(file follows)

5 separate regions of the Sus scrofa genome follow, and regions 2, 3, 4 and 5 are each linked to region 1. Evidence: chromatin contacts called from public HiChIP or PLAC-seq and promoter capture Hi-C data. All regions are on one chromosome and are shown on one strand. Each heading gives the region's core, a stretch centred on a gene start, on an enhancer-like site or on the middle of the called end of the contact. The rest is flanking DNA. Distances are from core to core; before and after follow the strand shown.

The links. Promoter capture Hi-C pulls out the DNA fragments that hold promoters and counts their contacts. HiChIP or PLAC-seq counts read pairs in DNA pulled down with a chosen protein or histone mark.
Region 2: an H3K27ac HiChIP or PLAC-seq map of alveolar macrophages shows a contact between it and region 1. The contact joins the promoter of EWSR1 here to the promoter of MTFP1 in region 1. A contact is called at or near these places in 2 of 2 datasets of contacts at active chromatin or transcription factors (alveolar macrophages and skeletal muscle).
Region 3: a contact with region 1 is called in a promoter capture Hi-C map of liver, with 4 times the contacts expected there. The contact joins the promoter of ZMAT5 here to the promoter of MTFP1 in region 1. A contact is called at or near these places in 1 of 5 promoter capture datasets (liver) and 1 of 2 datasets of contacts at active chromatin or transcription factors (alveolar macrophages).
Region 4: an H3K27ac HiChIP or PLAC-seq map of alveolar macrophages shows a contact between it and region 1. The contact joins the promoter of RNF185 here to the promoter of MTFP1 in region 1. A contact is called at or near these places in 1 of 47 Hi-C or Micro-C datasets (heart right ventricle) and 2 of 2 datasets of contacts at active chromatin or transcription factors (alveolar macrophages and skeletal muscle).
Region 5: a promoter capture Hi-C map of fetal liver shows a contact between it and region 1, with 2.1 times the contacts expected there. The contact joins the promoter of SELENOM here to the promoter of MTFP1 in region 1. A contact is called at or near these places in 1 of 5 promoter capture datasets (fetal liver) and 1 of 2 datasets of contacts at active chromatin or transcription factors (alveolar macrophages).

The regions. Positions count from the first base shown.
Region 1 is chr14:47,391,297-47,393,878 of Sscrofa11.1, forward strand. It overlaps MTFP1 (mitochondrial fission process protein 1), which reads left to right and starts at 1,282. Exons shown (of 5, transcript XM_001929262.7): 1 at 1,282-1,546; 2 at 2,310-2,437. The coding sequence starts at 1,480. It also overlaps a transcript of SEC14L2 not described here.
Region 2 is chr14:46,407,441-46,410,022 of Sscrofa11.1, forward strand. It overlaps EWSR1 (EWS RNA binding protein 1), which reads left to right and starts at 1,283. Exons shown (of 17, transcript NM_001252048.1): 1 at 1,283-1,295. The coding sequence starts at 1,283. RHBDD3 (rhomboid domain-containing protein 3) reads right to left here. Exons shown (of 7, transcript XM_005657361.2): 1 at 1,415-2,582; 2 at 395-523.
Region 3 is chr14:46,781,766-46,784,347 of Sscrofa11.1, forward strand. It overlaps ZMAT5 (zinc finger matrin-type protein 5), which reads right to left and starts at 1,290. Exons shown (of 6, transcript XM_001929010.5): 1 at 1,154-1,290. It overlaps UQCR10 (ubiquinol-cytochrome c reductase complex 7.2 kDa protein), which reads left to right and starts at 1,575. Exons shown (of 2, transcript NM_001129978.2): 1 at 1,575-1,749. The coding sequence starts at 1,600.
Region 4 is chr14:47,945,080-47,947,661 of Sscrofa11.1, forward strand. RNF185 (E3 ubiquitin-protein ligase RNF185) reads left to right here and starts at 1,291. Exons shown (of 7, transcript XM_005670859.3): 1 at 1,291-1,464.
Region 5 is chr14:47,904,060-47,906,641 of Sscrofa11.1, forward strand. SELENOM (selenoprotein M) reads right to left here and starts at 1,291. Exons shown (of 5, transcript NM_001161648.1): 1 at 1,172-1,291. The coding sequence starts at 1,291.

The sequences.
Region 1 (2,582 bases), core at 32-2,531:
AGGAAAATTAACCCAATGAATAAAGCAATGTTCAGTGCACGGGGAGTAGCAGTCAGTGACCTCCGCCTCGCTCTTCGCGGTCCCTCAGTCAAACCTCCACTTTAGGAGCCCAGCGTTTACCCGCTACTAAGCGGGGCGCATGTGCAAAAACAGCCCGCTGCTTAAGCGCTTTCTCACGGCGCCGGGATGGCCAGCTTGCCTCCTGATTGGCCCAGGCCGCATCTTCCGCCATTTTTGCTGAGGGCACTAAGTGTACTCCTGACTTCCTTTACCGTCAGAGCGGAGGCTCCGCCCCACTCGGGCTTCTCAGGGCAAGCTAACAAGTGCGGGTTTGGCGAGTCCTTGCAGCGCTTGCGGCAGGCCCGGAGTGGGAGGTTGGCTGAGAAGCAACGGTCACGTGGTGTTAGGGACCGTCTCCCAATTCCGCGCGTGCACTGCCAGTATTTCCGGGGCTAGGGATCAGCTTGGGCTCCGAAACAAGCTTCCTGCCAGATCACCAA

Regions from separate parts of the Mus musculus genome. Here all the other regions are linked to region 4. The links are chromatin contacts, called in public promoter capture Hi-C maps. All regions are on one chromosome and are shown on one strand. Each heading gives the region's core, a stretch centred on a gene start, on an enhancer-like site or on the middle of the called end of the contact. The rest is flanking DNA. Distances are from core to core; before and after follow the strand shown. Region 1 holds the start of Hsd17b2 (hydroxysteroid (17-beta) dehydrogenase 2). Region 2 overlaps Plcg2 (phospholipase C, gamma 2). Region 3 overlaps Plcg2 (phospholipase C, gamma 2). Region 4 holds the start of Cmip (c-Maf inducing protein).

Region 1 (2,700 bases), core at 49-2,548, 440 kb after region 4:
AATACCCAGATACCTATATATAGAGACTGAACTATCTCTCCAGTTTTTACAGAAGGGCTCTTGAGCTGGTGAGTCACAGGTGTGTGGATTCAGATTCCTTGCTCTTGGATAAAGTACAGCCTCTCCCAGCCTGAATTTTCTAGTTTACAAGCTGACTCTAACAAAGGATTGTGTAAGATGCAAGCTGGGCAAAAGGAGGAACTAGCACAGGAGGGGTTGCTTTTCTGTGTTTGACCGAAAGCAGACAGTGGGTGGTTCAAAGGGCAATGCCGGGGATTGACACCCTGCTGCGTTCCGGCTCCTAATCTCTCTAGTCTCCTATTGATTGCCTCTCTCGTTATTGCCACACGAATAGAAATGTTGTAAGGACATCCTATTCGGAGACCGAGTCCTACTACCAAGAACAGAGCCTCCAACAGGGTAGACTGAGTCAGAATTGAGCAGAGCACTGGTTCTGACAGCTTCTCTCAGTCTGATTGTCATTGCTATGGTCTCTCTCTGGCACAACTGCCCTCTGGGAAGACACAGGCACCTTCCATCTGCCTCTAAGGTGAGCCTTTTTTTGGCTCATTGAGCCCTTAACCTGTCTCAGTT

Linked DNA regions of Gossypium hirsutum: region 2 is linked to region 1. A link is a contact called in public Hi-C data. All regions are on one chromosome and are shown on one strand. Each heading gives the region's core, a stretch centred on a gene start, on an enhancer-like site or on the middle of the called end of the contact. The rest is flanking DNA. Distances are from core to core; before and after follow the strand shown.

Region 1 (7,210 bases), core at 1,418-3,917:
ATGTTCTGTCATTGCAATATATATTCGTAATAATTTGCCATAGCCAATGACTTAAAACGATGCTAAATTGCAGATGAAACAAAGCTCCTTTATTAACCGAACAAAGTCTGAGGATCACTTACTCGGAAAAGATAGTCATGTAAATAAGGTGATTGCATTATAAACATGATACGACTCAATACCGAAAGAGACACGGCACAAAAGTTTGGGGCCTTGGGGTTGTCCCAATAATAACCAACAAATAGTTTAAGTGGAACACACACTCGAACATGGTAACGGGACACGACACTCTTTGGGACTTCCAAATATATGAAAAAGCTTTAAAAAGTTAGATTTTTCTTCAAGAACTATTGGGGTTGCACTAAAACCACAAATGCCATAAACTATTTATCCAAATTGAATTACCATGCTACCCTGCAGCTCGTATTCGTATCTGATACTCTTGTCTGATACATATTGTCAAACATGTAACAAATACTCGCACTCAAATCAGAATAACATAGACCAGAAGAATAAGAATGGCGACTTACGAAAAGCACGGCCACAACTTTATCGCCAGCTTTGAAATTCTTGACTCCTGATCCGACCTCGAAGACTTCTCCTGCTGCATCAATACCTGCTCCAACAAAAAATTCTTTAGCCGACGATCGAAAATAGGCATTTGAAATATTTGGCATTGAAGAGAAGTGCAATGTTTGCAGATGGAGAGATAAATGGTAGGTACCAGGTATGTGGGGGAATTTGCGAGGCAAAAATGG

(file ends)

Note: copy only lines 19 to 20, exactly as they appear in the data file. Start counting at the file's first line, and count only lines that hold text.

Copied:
Linked DNA regions of Gossypium hirsutum: region 2 is linked to region 1. A link is a contact called in public Hi-C data. All regions are on one chromosome and are shown on one strand. Each heading gives the region's core, a stretch centred on a gene start, on an enhancer-like site or on the middle of the called end of the contact. The rest is flanking DNA. Distances are from core to core; before and after follow the strand shown.

Region 1 (7,210 bases), core at 1,418-3,917: